Stock photo of a lion – Imagine: Unsplash

Zoo lions in Pretoria may hold key to SA’s next COVID-19 variant…

A study in Pretoria has found that zoo lions were infected by asymptomatic humans with COVID-19 – but what does it mean for future variants?


Stock photo of a lion – Imagine: Unsplash

New variant panics don’t do us any good. At a time where vaccines, boosters, and even naturally-acquired immunity against COVID-19 are booming, the fearmongering about virus mutations is, quite often, overwhelmingly misleading. However, a group of zoo lions in Pretoria may have just shown us a glimpse of the future.

Zoo lion variant next? Not quite…

Researchers from the University of Pretoria have completed a landmark study – and the only one of its kind in South Africa – which looks into the human-to-animal transmission of COVID-19.

Remarkably, they found that asymptomatic human carriers could pass the disease on to the lions in captivity – three of whom came down with a positive PCR test last year. The lions made a full recovery, but some took up to four weeks to get back to normal. However, these results come with a warning…

Human-to-animal COVID-19 transmission detected in SA

Professors involved in the research are wary that new variants could transmit FROM animals BACK to humans, after the virus switches from species to species. However, there’s no evidence any variant created in this manner could be stronger than the ones we already have, nor would it be likely to bypass basic vaccine protections.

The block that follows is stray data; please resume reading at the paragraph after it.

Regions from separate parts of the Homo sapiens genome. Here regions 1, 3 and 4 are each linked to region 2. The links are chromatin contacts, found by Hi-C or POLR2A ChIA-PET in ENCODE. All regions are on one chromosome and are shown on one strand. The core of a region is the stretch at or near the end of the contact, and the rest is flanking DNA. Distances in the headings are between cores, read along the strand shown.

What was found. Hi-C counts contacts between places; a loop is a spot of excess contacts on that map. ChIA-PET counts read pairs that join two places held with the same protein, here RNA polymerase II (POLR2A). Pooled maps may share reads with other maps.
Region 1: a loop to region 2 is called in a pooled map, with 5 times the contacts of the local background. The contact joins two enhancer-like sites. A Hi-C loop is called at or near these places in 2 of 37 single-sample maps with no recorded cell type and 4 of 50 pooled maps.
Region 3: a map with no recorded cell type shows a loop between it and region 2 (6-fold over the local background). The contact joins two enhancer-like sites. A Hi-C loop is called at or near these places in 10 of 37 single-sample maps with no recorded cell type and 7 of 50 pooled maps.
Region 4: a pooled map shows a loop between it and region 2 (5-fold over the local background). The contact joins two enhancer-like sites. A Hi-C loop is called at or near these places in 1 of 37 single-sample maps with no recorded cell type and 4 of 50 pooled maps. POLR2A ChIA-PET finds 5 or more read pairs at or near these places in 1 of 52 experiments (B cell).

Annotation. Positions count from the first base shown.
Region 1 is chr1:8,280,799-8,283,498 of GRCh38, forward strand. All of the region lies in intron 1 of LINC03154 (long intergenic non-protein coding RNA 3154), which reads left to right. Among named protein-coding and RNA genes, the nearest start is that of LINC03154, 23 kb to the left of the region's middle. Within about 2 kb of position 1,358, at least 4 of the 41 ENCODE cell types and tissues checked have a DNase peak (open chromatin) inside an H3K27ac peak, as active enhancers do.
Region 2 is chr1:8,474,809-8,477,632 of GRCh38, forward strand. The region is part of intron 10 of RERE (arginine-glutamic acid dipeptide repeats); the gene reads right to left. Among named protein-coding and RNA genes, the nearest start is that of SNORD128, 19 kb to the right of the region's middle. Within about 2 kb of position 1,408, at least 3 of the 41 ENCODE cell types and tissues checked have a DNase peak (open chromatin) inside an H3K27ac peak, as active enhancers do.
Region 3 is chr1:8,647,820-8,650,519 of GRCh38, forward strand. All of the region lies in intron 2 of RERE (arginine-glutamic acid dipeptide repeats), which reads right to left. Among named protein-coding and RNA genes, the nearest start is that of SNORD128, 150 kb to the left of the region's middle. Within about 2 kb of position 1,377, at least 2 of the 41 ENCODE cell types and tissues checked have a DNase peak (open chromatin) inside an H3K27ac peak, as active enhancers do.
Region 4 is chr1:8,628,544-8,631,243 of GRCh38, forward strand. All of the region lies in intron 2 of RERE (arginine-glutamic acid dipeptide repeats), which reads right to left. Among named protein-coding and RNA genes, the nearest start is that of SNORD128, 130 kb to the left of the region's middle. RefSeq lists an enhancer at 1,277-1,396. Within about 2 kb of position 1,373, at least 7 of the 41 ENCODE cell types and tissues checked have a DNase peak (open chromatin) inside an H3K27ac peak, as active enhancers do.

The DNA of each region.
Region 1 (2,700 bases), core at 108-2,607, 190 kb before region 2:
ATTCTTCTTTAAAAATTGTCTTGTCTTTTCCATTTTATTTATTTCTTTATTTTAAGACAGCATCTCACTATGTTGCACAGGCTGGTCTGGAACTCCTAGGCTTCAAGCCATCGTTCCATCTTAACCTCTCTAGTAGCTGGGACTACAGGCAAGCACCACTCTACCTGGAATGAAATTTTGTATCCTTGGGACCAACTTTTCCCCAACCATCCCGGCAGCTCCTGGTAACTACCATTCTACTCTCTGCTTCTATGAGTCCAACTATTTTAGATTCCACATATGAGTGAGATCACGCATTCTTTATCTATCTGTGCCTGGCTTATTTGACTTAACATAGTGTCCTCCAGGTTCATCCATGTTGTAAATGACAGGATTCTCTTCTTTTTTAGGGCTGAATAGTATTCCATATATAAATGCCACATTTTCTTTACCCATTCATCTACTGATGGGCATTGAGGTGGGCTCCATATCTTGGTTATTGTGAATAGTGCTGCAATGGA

• It’s certainly something to note, but for now, there’s no need to hit the panic button.

“In 2021, three captive lions tested positive for COVID. The virus was circulating among staff during the time that the lions got sick. Those with direct contact with the animals were likely responsible for the reverse zoonotic transmission.”

“Precautions such as vaccinating staff, wearing masks when entering cages and preparing food, infection control through use of disinfectants, and distance barriers for members of the public should be put in place at zoos.” 

“These measures are also important because of the risk of new variants emerging if the virus establishes itself in other animal reservoirs; these variants could be transmitted back to humans.”

University of Pretoria